April 15, 2012


The doors of the house where the disciples had met were locked for fear of the Jews. – John 20: 19

   Fear is a terrible thing. We all have our fears. In spite of being incessantly distracted by a frivolous, profit-driven media that squeezes every last drop out of the latest celebrity scandal du jour, We fear the real growing threat of terrorism, Iran’s potential for nuclear warfare, the seduction of our children, the vulgarity of civil discourse. We fear increasing taxes, identity theft, unsafe streets, loss of health & income, aging, dying. And we fear matters of the heart.

   A man named Janez Rus feared punishment for his wartime activity in support of the Nazis. He was a young shoemaker when he went into hiding at his sister’s farmhouse in June 1945. He was found 32 years later. He said he used to cry when he heard happy voices outside. He didn’t even dare go to his own mother’s funeral. Throughout those years he never left the house, a victim of his own fears.

   It is also possible to fear God’s love & all its demands. A famous therapist named Rollo May, recovering from a nervous breakdown, went, even though he was a non-believer, to visit Mt. Athos, a peninsula of Greece inhabited exclusively by monks. He happened to arrive when the monks were celebrating the Greek Orthodox Easter. The ceremony was thick with symbolism, thick with beauty. Icons were everywhere. Incense hung in the air. At the height of that service, the priest gave everyone present three Easter eggs, wonderfully decorated & wrapped in a veil. “Christos Anesti!” he said, “Christ is risen!” And the people, including non-believer Rollo May, responded, “He is indeed.” May writes, “I was seized then by a moment of spiritual reality: What would it mean for our world if He had truly risen? We too fear it might be true & what would that demand of us?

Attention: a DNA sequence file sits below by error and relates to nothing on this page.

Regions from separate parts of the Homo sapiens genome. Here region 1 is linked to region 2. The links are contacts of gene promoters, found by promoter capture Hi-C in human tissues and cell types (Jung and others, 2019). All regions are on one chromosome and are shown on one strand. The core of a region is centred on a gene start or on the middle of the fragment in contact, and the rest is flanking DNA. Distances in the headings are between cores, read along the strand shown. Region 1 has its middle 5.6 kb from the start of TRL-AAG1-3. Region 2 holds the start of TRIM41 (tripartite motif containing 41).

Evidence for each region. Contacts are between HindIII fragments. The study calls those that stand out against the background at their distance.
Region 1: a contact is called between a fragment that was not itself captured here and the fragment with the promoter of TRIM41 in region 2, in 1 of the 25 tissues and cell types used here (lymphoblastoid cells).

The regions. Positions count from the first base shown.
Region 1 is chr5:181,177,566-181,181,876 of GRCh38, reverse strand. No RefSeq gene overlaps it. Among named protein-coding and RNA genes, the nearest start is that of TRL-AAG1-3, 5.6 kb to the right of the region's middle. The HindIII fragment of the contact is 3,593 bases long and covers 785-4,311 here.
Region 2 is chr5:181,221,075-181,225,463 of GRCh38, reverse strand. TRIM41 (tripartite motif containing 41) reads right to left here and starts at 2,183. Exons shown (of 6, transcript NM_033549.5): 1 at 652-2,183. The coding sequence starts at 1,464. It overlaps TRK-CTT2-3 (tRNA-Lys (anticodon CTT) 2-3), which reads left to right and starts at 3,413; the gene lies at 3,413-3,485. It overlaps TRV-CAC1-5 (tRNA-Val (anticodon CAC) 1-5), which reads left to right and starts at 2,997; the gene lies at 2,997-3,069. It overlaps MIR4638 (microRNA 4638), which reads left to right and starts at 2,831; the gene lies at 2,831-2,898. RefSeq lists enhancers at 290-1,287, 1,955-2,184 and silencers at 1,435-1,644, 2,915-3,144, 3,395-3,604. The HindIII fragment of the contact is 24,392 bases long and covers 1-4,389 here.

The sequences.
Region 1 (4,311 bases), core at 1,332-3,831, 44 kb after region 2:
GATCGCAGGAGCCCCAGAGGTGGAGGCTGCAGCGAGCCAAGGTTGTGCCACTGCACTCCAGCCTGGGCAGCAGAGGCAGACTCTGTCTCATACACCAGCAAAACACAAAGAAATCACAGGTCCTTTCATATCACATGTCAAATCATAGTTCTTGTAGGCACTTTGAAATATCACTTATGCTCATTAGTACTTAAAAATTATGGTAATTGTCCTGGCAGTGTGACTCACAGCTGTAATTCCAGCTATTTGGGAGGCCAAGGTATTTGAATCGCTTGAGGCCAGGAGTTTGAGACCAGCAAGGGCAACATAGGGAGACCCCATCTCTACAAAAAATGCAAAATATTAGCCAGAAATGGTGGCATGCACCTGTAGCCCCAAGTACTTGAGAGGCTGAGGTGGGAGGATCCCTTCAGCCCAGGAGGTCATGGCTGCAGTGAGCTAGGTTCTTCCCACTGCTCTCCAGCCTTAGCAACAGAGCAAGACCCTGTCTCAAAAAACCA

We fear intimacy, & we fear betrayal & being made of fool of, of not fitting, or society’s worst sin: we fear not feeling good about oneself, looking good. And so in many ways we withdraw, take no risks, & hide behind the closed doors of our own making, pretending to be cool, sophisticated, life of the party.  But it’s all a façade. We’re afraid. As Bette Midler sang in the movie, The Rose, “It’s the heart afraid of breaking that never learns to dance / It’s the dream afraid of waking that never takes a chance.”

   Fear. We are looking for someone to walk through the doors we’ve closed & call us out of our fears, someone who understands because they’ve been there. What’s the Gospel point of all this? The disciples were like Janez Rus: hiding in fear behind locked doors, disfigured with their own betrayals & cowardice. Now notice, Jesus appears in their midst with His wounds! Jesus feels that if He can appear before them disfigured, they will let Him back into their disfigured lives.

   Are we getting the message? When it hurts too much to hope, when life has wounded us, when faith is exhausted, know that the risen Jesus with disfiguring wounds is waiting to get into our disfigured & fearful lives & call us out of our fears.

   Jesus got His wounds on Good Friday so that, now being like us, we might let Him in on Easter Day. He’s willing to come through the doors we’ve used to shut Him out, letting us know He understands where we’re coming from & that He can give us peace & wholeness,

  So even if you can’t or don’t feel like praying, go apart & simply repeat the last three words of the Bible, “Come, Lord Jesus!” Give your wounds to the wounded Lord.  AMEN!